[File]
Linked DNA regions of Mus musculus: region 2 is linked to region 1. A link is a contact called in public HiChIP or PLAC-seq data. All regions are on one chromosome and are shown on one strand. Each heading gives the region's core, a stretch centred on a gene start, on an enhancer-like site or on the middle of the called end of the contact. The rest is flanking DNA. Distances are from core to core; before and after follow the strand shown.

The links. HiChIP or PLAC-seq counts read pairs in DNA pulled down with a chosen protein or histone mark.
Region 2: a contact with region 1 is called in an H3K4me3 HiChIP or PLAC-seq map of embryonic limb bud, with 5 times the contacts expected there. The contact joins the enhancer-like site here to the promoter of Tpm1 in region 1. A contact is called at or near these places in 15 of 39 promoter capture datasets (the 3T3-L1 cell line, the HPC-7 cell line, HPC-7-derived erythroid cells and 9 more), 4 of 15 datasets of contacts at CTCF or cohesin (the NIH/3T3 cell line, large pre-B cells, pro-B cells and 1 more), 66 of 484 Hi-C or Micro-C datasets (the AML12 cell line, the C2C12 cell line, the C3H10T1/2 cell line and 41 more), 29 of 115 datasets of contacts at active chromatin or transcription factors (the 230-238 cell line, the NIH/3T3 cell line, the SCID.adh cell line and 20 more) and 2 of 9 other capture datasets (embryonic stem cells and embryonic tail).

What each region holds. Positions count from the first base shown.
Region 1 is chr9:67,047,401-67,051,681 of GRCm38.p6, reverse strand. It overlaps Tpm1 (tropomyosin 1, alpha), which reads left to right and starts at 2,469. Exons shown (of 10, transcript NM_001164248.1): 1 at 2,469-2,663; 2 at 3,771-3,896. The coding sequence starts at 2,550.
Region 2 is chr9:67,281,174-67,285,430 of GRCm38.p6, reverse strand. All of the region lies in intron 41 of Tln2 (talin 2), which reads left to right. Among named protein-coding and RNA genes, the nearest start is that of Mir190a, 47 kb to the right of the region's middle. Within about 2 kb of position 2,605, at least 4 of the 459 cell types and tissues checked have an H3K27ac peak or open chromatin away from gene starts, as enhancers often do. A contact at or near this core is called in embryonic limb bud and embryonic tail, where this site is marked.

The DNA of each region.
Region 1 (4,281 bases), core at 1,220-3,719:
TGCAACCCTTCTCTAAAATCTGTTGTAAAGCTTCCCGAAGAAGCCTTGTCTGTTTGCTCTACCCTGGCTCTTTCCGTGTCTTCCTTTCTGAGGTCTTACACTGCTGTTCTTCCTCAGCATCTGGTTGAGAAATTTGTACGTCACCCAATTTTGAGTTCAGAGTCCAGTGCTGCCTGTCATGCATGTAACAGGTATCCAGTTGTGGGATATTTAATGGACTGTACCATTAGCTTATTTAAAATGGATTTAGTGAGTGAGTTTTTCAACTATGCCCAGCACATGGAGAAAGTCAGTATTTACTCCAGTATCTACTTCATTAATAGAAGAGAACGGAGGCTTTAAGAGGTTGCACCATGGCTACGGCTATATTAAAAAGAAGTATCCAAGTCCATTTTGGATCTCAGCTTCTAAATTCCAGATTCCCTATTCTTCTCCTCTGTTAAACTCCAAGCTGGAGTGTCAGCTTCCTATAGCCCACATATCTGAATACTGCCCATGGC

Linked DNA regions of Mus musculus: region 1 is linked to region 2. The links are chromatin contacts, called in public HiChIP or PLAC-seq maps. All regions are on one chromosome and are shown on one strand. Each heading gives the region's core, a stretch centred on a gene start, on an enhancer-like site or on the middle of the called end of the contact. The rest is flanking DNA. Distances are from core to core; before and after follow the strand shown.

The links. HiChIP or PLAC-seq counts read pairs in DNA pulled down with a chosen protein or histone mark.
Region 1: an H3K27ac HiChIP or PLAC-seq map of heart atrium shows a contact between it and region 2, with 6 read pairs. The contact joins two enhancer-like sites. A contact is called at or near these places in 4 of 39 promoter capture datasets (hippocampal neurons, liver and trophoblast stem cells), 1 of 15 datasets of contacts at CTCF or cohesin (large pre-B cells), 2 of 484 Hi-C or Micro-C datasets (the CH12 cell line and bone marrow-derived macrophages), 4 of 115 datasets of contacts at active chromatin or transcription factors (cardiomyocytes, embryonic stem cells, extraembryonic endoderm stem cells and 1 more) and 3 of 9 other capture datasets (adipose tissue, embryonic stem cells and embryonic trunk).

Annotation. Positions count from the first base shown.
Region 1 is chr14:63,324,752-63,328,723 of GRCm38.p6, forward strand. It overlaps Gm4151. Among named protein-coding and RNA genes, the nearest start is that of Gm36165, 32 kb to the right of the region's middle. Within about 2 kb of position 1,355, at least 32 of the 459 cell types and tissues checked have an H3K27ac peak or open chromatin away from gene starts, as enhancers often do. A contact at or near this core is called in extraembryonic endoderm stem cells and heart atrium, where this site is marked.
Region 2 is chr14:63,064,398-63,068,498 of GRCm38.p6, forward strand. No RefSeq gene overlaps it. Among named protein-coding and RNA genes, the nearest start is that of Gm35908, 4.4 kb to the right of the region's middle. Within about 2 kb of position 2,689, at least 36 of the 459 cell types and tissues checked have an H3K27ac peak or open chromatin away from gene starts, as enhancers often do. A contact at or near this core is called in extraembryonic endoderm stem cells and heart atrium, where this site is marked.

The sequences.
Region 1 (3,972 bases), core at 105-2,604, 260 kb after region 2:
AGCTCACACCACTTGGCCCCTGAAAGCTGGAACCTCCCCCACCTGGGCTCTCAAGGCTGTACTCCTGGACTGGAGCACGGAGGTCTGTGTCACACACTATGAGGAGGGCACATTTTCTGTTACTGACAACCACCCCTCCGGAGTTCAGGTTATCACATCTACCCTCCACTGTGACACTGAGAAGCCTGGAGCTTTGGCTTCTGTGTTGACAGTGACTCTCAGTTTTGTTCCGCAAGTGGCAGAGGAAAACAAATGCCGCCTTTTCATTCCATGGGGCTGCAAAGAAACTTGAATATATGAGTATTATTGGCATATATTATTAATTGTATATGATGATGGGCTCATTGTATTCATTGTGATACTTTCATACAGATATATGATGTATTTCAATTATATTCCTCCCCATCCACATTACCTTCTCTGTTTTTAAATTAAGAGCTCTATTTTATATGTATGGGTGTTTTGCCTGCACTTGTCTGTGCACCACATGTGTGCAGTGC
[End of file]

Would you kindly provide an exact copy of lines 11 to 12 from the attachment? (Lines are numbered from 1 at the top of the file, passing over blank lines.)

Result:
The links. HiChIP or PLAC-seq counts read pairs in DNA pulled down with a chosen protein or histone mark.
Region 1: an H3K27ac HiChIP or PLAC-seq map of heart atrium shows a contact between it and region 2, with 6 read pairs. The contact joins two enhancer-like sites. A contact is called at or near these places in 4 of 39 promoter capture datasets (hippocampal neurons, liver and trophoblast stem cells), 1 of 15 datasets of contacts at CTCF or cohesin (large pre-B cells), 2 of 484 Hi-C or Micro-C datasets (the CH12 cell line and bone marrow-derived macrophages), 4 of 115 datasets of contacts at active chromatin or transcription factors (cardiomyocytes, embryonic stem cells, extraembryonic endoderm stem cells and 1 more) and 3 of 9 other capture datasets (adipose tissue, embryonic stem cells and embryonic trunk).